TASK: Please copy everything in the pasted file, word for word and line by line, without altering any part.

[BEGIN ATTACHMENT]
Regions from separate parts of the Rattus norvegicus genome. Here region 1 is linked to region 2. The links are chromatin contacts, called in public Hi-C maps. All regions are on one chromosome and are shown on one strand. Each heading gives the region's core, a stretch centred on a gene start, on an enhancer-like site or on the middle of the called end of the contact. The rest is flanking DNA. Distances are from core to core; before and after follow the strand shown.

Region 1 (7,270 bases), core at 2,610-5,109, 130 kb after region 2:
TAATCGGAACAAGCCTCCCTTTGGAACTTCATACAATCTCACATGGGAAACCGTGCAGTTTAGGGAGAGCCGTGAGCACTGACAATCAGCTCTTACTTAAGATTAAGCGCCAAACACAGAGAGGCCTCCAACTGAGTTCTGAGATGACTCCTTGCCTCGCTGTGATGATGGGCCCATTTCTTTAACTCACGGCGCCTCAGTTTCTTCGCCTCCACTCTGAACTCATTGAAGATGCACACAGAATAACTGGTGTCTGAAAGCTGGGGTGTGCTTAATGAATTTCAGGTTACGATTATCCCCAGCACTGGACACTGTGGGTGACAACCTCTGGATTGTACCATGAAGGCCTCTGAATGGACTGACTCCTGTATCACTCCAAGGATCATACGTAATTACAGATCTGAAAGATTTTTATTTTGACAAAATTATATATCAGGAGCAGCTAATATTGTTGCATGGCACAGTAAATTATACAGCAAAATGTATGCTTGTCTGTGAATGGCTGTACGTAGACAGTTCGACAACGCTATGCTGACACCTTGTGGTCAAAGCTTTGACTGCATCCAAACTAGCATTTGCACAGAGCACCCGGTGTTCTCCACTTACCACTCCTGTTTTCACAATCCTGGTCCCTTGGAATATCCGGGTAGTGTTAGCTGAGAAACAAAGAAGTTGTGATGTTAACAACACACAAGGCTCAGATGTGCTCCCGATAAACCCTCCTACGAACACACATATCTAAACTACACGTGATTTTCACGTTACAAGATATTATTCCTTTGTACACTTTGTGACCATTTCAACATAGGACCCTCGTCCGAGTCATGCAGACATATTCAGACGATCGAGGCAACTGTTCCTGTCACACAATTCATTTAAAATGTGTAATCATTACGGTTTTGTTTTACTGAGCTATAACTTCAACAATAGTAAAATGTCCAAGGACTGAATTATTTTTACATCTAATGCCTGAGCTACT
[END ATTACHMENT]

Regions from separate parts of the Rattus norvegicus genome. Here region 1 is linked to region 2. The links are chromatin contacts, called in public Hi-C maps. All regions are on one chromosome and are shown on one strand. Each heading gives the region's core, a stretch centred on a gene start, on an enhancer-like site or on the middle of the called end of the contact. The rest is flanking DNA. Distances are from core to core; before and after follow the strand shown.

Region 1 (7,270 bases), core at 2,610-5,109, 130 kb after region 2:
TAATCGGAACAAGCCTCCCTTTGGAACTTCATACAATCTCACATGGGAAACCGTGCAGTTTAGGGAGAGCCGTGAGCACTGACAATCAGCTCTTACTTAAGATTAAGCGCCAAACACAGAGAGGCCTCCAACTGAGTTCTGAGATGACTCCTTGCCTCGCTGTGATGATGGGCCCATTTCTTTAACTCACGGCGCCTCAGTTTCTTCGCCTCCACTCTGAACTCATTGAAGATGCACACAGAATAACTGGTGTCTGAAAGCTGGGGTGTGCTTAATGAATTTCAGGTTACGATTATCCCCAGCACTGGACACTGTGGGTGACAACCTCTGGATTGTACCATGAAGGCCTCTGAATGGACTGACTCCTGTATCACTCCAAGGATCATACGTAATTACAGATCTGAAAGATTTTTATTTTGACAAAATTATATATCAGGAGCAGCTAATATTGTTGCATGGCACAGTAAATTATACAGCAAAATGTATGCTTGTCTGTGAATGGCTGTACGTAGACAGTTCGACAACGCTATGCTGACACCTTGTGGTCAAAGCTTTGACTGCATCCAAACTAGCATTTGCACAGAGCACCCGGTGTTCTCCACTTACCACTCCTGTTTTCACAATCCTGGTCCCTTGGAATATCCGGGTAGTGTTAGCTGAGAAACAAAGAAGTTGTGATGTTAACAACACACAAGGCTCAGATGTGCTCCCGATAAACCCTCCTACGAACACACATATCTAAACTACACGTGATTTTCACGTTACAAGATATTATTCCTTTGTACACTTTGTGACCATTTCAACATAGGACCCTCGTCCGAGTCATGCAGACATATTCAGACGATCGAGGCAACTGTTCCTGTCACACAATTCATTTAAAATGTGTAATCATTACGGTTTTGTTTTACTGAGCTATAACTTCAACAATAGTAAAATGTCCAAGGACTGAATTATTTTTACATCTAATGCCTGAGCTACT